A day in the life of a freediver is a collection of my perceived details, thoughts and emotions in my reunion with the ocean.
Mornings Near the Ocean
Blink, blink. My eyes would search for a sign of day break. It’s untrue ’til I see a sign of light – maybe streaks of sunlight or just a pale purple melting into a powder blue sky before me.
Few more tossing and turning or maybe a snooze.
The awakening of senses truly takes time in a slow and easy morning as I let each of it savor every element of the place – the salty air, the cool ocean breeze, the soft splashes at the shore, mountain ranges from afar or maybe an endless horizon where the sky kisses the sea, the crowing of the roosters…
Unzip. I’m freed from being cocooned in my hammock, or in the sleeping bag inside the tent sometimes. There is something about a slumber in a tent or hammock by the ocean that would make me choose it as always over spending a night in an air-conditioned room. It is my great yearning and enthusiasm for the nature, perhaps – the reunion with the outdoors where I feel most alive.
I would always love to feel the earth against my sole. So, I always choose to walk around barefoot near the ocean; the the pebbles and sand being washed in the gaps between my toes by the tiny waves. The waters would also give me those warm morning tickles. The scent of the brine lingers as I soak into the glorious morning by the sea.
If there’s one thing that we would not wish to wake up to on Freediving days, it’s the sound of the waves coupled with continuous powerful gusts of the wind. Also, the aftermath-of-twenty-shots-of-Tequila kind of current would mean a great sigh and disappointment. Small gentle waves that make the tiny shells and pebbles roll back to the shore are perfectly fine. The ocean is still inviting in that way.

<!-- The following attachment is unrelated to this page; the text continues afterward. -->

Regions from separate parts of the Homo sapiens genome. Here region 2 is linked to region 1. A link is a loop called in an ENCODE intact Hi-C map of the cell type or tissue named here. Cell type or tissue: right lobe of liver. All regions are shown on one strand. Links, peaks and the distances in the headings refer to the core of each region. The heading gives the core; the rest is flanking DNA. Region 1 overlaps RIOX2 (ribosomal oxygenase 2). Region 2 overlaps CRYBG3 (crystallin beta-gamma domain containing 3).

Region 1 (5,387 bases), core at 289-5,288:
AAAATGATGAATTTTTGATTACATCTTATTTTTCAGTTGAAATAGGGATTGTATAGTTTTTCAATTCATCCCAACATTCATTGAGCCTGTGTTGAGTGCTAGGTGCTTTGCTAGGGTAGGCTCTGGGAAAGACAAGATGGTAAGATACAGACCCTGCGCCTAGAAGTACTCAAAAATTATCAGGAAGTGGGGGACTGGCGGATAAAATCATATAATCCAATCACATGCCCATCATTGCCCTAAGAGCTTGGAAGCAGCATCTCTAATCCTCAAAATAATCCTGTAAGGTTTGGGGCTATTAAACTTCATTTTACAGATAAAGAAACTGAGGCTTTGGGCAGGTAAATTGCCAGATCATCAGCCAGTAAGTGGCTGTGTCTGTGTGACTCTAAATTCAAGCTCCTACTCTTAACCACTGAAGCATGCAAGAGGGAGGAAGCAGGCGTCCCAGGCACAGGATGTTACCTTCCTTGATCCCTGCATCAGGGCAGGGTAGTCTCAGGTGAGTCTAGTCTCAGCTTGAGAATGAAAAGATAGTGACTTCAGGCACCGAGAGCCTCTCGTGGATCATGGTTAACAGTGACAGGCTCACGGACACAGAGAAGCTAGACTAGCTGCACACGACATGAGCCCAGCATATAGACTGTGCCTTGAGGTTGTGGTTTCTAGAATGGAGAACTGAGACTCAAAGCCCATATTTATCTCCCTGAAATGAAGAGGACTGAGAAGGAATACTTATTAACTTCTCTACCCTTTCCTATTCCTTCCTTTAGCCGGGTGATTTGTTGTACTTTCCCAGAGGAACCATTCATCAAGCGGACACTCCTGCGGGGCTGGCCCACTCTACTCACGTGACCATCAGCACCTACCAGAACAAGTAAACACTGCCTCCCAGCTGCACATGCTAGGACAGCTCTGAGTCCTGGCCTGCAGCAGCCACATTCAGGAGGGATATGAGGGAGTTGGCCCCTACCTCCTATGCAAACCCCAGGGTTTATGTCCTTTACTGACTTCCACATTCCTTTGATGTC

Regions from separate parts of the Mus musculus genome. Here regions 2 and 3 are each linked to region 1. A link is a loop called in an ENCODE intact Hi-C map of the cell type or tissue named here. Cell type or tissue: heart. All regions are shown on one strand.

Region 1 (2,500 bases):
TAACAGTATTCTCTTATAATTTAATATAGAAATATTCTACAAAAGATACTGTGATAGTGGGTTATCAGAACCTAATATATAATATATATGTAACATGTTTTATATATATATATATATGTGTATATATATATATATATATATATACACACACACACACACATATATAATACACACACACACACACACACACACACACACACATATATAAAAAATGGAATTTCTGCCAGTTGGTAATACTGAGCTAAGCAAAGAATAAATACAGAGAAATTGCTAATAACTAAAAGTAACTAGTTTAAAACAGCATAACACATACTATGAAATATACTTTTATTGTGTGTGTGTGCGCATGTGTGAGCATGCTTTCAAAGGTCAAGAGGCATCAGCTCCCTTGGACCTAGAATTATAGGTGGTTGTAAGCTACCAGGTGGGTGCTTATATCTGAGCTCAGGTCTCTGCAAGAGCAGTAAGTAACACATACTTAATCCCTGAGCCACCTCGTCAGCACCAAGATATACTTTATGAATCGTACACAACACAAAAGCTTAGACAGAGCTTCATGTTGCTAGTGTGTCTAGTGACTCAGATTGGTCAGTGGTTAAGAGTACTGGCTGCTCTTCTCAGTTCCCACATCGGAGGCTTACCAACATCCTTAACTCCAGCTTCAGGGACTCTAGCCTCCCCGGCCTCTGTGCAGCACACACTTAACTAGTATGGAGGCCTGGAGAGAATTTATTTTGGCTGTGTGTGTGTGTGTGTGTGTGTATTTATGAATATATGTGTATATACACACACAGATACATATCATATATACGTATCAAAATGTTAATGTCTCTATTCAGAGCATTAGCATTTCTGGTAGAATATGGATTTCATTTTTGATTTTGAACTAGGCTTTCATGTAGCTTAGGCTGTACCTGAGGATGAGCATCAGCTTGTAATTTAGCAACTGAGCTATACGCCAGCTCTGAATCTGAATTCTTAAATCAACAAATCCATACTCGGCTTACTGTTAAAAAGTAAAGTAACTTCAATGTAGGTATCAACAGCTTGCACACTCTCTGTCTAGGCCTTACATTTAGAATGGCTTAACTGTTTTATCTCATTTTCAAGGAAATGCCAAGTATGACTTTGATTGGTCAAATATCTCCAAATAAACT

Our most favorite scene would be the ocean being calm and silent; its surface being flat and undisturbed. Further, it would be more lovely if we could see the seabed clearly from where we are standing. It’s a stimulus that automatically draws sunshine into our faces as a form of response.
More often than not, we would choose to dive before breakfast especially if we have seen how calm the ocean is. Well, she is quite unpredictable. One moment, it is just what we all wish her to be. The next thing we know, she has decided to play with her tides, currents and visibility.
Gear Up, Suit Up!
After some breathing exercises and stretching, we would then start gearing up while some of us are suiting up. We would pass around a bottle of baby shampoo and apply a drop or two on our masks’ lenses. In the absence of the shampoo, we would resort to using toothpaste. These hacks really prevent the fogging of the lenses. As we let the mask with the shampoo or the toothpaste sit for a while, we’d lavishly spread sunscreen onto our sun-kissed skin. Lastly, we would pull out our long fins of various colors and materials and head to the waters.
Before walking into the shore, we would wash off the shampoo or toothpaste, wear our masks. Then, we’ll swim a little farther so we’d be able to wear our fins without hurting them (if you know what I mean).
Line and Depth Training
Upon reaching that exact spot where the depth seems unfathomable, we gather around the buoy as the three of us simultaneously unknot the rope and safely drop the weights. The thing about these experienced freedivers we’re with is that, they know how to make a fix: how deep exactly should the weights go and where to drop it.